Relapsed/Refractory CLL: CV Safety Data With Available Therapies


Comprehensive insight to cardiovascular safety data with available therapies and how current understandings may impact the management of patients with relapsed/refractory chronic lymphocytic leukemia.


Andrew H. Lipsky, MD: I tend to think of hypertension on BTK [Bruton tyrosine kinase] inhibitors as a sort of cumulative effect that increases with time on therapy. For a lot of patients, upfront, it’s not as much of a consideration. That being said, if someone comes into the office, and they’re already on 4 or 5 antihypertensive agents, I might look to utilize a BTK inhibitor that has potentially less of the [adverse] effect [AE] in frontline or second-line therapy. Keeping in mind that it’s often the relapsed/refractory patients who have the most significant comorbidities just on account of being older, I certainly think that I would, at this point, prefer a second-generation BTK inhibitor over a first-generation BTK inhibitor. Whether there are significant differences in the amount of hypertension between the 2 second-generation and BTK inhibitors, I think, in my own experience, it would be somewhat difficult to tease that out. There are cross-trial comparisons you could make there. But for my purposes, I’m slightly reticent to make that exact comparison.

It’s clearly important to take a thorough cardiac history. That’s a necessary precondition of contemplating starting any BTK inhibitor therapy in a CLL [chronic lymphocytic leukemia] patient. The most potentially concerning event that we’d be talking about here is ventricular arrhythmia. We have seen that there is a rare, though well-established, signal for sudden cardiac death on ibrutinib, presumably on the account of new onset of ventricular arrhythmias. I think that the data for second-generation BTK inhibitors is less mature, but may have more positive notes on that front. But in terms of specific comparisons there, there are certainly less cardiac events for acalabrutinib vs ibrutinib. Although if you look at projected analysis, they’re still may be some excess signal on acalabrutinib compared to the general population.

The data we have thus far for zanubrutinib may be the most promising, although it’s the least mature. But if you look, for example, in the final ALPINE [trial] analysis [NCT03734016], there were no grade 5 [events]—that’s deaths from cardiac adverse events [AE], in the zanubrutinib group. But there was a 1.9% cumulative incidence for ibrutinib. So, again, this is with limited follow-up, but that may be an encouraging finding when it comes to that signal, which we really don’t want to see.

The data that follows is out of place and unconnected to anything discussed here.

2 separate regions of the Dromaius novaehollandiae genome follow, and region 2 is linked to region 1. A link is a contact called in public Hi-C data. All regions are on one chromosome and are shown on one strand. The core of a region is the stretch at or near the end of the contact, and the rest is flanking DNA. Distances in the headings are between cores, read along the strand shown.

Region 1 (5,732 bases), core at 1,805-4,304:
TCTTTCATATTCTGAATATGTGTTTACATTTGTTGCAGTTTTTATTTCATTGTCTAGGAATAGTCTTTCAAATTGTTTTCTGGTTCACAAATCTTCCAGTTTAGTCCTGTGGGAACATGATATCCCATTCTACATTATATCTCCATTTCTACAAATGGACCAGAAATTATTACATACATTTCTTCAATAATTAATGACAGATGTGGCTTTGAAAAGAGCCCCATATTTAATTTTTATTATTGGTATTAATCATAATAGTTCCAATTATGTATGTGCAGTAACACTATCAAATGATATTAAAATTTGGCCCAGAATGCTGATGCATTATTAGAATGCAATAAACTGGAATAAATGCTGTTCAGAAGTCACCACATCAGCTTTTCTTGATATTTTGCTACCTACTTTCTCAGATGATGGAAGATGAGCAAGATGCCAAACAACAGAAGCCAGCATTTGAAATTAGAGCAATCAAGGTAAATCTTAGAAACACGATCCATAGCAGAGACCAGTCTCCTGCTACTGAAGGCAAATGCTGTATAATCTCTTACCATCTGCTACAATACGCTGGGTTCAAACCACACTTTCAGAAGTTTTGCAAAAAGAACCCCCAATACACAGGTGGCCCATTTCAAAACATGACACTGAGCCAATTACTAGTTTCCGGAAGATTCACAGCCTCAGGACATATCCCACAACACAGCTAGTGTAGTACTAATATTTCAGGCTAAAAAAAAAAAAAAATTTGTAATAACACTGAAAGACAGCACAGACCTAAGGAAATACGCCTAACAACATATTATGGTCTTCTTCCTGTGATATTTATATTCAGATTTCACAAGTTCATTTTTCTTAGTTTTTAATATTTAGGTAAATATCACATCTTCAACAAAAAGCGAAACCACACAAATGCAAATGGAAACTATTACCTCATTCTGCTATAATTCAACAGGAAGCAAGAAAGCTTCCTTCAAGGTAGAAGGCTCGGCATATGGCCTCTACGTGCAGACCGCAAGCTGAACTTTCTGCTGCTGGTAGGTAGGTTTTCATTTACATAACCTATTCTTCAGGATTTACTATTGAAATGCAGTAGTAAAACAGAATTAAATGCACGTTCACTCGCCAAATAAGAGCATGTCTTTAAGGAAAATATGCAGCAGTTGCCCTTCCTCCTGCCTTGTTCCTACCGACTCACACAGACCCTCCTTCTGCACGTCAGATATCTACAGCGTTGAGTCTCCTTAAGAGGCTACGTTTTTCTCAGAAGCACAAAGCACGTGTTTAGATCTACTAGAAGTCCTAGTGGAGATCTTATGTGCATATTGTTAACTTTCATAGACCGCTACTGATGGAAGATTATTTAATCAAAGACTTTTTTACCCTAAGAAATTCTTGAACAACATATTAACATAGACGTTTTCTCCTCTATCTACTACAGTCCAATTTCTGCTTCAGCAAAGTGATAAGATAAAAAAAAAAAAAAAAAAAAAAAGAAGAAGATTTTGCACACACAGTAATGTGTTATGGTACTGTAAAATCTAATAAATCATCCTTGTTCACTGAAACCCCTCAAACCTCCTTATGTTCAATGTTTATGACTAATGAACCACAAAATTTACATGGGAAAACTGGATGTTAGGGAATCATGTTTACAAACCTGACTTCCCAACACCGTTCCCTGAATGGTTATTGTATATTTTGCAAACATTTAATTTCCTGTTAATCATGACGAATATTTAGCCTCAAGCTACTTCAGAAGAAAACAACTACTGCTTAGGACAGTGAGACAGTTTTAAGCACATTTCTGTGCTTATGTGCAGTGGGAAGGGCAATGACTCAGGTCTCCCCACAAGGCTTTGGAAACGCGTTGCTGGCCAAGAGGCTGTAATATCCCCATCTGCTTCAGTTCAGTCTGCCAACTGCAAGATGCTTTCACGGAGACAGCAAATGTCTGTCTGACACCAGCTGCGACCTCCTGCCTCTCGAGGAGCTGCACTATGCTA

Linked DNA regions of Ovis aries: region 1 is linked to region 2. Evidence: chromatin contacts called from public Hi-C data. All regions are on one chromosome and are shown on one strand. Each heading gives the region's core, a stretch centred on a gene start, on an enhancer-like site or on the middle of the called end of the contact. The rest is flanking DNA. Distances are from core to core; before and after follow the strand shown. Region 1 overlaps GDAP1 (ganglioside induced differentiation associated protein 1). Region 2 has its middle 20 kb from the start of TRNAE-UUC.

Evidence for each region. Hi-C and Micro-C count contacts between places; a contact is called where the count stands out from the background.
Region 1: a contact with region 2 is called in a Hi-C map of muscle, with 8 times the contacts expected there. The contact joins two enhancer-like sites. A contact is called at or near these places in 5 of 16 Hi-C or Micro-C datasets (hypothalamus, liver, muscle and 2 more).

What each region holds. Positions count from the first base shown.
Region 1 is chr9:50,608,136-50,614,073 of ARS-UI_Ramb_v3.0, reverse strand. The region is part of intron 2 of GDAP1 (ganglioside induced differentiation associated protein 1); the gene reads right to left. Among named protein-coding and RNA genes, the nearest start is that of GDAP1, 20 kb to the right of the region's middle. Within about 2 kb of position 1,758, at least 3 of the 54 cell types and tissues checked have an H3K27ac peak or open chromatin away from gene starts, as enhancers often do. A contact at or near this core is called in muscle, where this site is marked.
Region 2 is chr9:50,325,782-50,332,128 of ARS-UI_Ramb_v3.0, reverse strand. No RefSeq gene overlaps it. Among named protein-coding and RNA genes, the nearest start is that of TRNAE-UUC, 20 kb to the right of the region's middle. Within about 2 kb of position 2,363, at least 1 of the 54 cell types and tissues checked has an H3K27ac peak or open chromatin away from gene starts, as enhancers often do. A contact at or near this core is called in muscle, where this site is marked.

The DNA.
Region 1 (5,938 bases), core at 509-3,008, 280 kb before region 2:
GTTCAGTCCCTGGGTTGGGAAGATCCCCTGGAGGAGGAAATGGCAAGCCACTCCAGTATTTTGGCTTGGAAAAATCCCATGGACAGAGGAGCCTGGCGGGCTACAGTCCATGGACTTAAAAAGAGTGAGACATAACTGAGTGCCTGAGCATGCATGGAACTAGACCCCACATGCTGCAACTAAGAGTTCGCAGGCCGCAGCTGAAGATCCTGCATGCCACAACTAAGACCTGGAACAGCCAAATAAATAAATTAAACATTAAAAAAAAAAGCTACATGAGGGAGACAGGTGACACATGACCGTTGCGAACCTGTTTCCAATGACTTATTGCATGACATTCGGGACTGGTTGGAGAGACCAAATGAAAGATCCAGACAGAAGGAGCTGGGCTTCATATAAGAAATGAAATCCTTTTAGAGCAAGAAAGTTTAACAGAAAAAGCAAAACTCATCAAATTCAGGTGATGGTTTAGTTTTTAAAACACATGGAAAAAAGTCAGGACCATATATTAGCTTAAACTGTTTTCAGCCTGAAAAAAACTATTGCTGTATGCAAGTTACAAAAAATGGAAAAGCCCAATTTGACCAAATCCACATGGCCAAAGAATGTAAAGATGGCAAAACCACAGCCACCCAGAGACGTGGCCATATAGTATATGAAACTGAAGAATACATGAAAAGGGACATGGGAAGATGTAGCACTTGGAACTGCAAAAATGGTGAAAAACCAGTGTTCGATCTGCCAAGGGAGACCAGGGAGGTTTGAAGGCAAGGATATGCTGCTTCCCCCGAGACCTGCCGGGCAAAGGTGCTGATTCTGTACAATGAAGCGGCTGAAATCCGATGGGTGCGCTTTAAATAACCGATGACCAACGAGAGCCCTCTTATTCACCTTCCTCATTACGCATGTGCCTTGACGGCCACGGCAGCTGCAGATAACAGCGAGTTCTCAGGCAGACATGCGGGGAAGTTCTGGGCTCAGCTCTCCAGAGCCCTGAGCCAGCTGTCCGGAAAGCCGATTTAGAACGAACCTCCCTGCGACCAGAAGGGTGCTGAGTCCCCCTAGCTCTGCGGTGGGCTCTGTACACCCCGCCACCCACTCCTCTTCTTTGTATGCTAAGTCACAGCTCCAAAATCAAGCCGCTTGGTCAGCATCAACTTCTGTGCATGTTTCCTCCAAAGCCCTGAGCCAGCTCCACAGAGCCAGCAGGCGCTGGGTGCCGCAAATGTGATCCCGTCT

With respect to atrial fibrillation [A-fib] and atrial arrhythmias, this is also clearly a consideration. We don’t want to have new incident, atrial fibrillation in the patient, if we can avoid it. But when it does occur, it’s certainly more manageable in the clinic. Atrial fibrillation, when starting a BTK inhibitor, for example, is not a contraindication. I have a lot of patients with coagulation with the BTK inhibitor who are doing fine with well-controlled A-fib. So I think it’s certainly safe to say that both acalabrutinib and zanubrutinib have a lesser incidence of atrial AEs than ibrutinib.

If you want to do some comparisons here, I can quote some numbers with different levels of follow-up. For example, the rate of all-grade atrial events in head-to-head comparison was 5% for zanubrutinib vs 12% for ibrutinib. Grade 3 atrial events was 2% for zanubrutinib vs 4% for ibrutinib. If you want to throw the acalabrutinib comparisons in there, keep in mind the follow-up duration is going to be different; the rate of all grade A-fib in the relapsed/refractory setting was 9% for acalabrutinib and 5% greater than or equal to grade 3. So overall, I think that atrial fibrillation is a consideration better with the second-generation and there is not an absolute contraindication to starting therapy. [It’s] manageable when it does occur. Taking a cardiac history really is of the utmost importance when contemplating this therapeutic modality.

I think about utilizing real-world data for basically 2 key scenarios. I often quote this data when I talk with my patients about what happens when you switch from one BTK inhibitor to another. For example, there’s data that when switching from ibrutinib to acalabrutinib, only 40% of patients experience a recurrence of their toxicity, and two-thirds of the time that’s at a lower grade when it occurs. Similarly, when switching to zanubrutinib from another BTK inhibitor, be that ibrutinib or acalabrutinib, I often quote that three-quarters of patients do not experience a recurrence of their prior toxicity. So that’s a great use of real-world data.

Another really good use of real-world data is to provide reassurance in terms of sequencing. We know from real-world studies that have been published that sequencing from a BTK inhibitor to venetoclax or from venetoclax to a BTK inhibitor, in the real world, those are both effective strategies for patients. And that provides reassurance, and I quote that data there.

Transcript edited for clarity.

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